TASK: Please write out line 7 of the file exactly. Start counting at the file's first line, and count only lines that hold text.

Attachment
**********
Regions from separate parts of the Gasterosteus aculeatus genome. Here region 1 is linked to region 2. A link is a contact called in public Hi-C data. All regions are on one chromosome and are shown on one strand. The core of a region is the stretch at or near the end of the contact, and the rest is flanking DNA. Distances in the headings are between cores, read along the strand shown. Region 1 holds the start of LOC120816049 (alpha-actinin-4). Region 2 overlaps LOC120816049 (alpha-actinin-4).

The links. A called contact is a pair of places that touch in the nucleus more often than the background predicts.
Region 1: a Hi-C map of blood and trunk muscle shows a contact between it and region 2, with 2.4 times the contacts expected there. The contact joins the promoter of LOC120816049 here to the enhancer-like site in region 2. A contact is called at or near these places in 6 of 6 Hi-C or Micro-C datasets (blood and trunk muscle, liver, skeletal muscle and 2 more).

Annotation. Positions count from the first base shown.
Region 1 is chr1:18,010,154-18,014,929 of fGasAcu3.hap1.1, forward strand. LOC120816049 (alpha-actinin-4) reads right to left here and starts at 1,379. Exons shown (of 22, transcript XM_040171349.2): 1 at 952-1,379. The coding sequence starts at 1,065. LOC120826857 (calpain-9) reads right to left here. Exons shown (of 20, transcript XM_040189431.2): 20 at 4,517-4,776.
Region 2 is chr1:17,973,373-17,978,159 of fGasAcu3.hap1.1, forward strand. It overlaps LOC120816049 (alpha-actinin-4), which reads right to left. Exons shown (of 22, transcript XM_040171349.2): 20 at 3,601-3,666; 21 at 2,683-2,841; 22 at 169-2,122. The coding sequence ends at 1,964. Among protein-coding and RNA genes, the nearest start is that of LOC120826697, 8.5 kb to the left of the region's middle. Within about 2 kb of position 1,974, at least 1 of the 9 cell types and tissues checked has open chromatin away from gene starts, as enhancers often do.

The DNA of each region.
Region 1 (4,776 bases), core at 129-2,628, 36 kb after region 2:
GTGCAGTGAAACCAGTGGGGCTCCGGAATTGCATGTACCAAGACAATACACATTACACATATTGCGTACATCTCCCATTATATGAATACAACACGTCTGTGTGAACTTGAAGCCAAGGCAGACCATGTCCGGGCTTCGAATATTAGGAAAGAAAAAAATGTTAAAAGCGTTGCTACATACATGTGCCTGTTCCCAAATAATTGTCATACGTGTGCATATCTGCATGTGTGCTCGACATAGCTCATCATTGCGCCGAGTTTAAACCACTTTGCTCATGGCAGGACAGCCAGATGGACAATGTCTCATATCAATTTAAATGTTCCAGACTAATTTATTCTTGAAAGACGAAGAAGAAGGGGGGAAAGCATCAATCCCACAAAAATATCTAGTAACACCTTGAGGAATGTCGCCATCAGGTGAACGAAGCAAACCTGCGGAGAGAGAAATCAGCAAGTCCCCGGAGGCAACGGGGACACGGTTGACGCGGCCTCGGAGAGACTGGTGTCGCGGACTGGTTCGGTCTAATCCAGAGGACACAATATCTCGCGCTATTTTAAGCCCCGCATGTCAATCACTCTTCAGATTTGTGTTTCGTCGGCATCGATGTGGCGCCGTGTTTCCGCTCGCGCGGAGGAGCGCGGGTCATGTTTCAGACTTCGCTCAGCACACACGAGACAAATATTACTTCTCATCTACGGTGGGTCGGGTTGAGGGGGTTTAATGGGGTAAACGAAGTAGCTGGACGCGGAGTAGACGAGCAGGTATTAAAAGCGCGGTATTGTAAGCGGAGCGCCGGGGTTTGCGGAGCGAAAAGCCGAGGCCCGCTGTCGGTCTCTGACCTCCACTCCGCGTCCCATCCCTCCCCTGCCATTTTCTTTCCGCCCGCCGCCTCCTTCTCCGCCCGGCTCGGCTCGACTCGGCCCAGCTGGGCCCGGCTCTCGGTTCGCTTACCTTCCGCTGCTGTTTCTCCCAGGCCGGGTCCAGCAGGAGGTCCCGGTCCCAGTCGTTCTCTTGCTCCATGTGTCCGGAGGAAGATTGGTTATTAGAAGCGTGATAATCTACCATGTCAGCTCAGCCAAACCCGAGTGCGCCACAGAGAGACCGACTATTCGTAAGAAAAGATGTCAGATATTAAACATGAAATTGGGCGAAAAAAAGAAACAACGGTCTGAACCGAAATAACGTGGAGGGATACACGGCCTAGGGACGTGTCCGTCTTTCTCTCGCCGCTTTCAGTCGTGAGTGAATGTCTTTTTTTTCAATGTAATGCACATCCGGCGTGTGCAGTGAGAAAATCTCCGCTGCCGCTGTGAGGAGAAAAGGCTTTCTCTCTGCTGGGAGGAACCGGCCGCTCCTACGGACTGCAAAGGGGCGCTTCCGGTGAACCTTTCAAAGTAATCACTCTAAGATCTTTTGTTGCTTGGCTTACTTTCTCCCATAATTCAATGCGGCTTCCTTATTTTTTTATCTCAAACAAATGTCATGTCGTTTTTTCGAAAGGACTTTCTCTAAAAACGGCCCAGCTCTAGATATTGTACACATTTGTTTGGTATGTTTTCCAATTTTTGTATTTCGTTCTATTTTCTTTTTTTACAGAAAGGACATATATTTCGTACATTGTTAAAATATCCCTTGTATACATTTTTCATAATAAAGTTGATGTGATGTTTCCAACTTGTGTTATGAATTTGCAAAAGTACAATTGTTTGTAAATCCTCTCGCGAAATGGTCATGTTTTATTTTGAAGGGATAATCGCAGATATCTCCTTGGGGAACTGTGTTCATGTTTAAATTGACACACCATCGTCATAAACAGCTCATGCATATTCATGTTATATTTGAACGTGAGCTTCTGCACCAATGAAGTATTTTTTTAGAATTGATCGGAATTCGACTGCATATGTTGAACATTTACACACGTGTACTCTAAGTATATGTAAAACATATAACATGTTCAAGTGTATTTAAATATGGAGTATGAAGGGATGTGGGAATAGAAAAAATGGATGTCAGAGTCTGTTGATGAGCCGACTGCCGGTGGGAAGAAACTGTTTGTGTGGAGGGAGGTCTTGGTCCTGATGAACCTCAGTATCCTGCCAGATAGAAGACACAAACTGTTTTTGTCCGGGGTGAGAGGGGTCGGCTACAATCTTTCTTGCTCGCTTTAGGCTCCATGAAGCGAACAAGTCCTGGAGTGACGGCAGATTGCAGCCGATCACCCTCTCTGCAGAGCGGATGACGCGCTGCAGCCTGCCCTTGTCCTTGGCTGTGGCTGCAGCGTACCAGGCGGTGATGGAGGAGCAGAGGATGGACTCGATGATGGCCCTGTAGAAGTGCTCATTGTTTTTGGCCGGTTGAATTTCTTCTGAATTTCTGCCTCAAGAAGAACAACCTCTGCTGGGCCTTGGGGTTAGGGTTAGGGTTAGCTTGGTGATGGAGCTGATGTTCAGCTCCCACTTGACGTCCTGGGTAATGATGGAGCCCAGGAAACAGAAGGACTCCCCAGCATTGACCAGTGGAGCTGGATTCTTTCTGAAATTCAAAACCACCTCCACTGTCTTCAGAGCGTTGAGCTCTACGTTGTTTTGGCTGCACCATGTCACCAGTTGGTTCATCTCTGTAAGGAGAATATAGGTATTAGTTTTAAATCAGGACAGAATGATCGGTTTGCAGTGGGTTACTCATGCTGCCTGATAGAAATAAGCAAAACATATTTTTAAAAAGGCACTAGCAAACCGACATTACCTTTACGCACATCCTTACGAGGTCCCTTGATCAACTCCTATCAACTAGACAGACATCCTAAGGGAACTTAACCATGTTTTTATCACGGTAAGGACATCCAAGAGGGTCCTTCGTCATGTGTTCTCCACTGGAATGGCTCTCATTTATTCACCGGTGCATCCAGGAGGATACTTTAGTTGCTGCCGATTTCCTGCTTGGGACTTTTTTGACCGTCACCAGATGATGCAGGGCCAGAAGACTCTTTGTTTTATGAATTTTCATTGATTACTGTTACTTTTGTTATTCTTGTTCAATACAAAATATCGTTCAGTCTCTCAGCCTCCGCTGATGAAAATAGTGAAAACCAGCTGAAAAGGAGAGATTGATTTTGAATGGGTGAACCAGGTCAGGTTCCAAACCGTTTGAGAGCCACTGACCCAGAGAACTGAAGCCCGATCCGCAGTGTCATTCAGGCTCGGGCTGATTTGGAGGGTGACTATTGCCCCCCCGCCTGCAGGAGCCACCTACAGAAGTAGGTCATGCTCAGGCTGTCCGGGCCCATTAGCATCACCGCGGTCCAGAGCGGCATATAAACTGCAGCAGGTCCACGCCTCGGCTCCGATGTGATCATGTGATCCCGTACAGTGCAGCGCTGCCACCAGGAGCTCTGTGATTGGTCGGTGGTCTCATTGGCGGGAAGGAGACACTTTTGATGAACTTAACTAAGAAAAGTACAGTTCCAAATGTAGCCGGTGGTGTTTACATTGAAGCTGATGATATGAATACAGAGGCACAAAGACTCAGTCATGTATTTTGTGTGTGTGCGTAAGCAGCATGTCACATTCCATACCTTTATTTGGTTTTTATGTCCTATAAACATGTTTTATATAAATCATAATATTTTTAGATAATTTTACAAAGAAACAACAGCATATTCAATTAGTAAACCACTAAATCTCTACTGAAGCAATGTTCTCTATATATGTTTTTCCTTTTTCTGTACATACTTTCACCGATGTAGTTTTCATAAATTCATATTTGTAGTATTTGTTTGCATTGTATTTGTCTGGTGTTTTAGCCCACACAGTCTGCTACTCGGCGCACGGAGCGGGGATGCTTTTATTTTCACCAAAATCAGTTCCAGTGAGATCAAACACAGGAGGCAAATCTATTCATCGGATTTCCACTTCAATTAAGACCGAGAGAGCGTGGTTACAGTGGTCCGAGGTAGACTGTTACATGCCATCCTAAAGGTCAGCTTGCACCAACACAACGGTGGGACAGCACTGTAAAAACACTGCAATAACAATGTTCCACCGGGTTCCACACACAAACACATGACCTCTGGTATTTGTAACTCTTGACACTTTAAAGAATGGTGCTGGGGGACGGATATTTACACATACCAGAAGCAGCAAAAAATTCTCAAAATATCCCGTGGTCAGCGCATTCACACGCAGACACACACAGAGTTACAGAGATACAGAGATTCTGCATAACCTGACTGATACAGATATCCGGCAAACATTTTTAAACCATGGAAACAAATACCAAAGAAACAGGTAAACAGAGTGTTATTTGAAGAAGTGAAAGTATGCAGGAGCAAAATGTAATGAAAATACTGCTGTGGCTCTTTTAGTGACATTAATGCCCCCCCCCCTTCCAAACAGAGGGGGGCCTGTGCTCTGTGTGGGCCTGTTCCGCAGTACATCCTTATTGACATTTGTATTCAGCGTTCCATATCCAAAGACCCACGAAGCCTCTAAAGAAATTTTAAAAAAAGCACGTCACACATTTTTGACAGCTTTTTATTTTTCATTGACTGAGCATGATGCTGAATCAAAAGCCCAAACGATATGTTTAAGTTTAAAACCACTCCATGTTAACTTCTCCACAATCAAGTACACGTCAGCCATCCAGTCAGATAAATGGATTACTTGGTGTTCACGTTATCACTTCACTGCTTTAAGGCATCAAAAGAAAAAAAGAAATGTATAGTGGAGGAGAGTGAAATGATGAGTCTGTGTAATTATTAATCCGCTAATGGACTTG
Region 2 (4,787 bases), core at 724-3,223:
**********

The DNA of each region.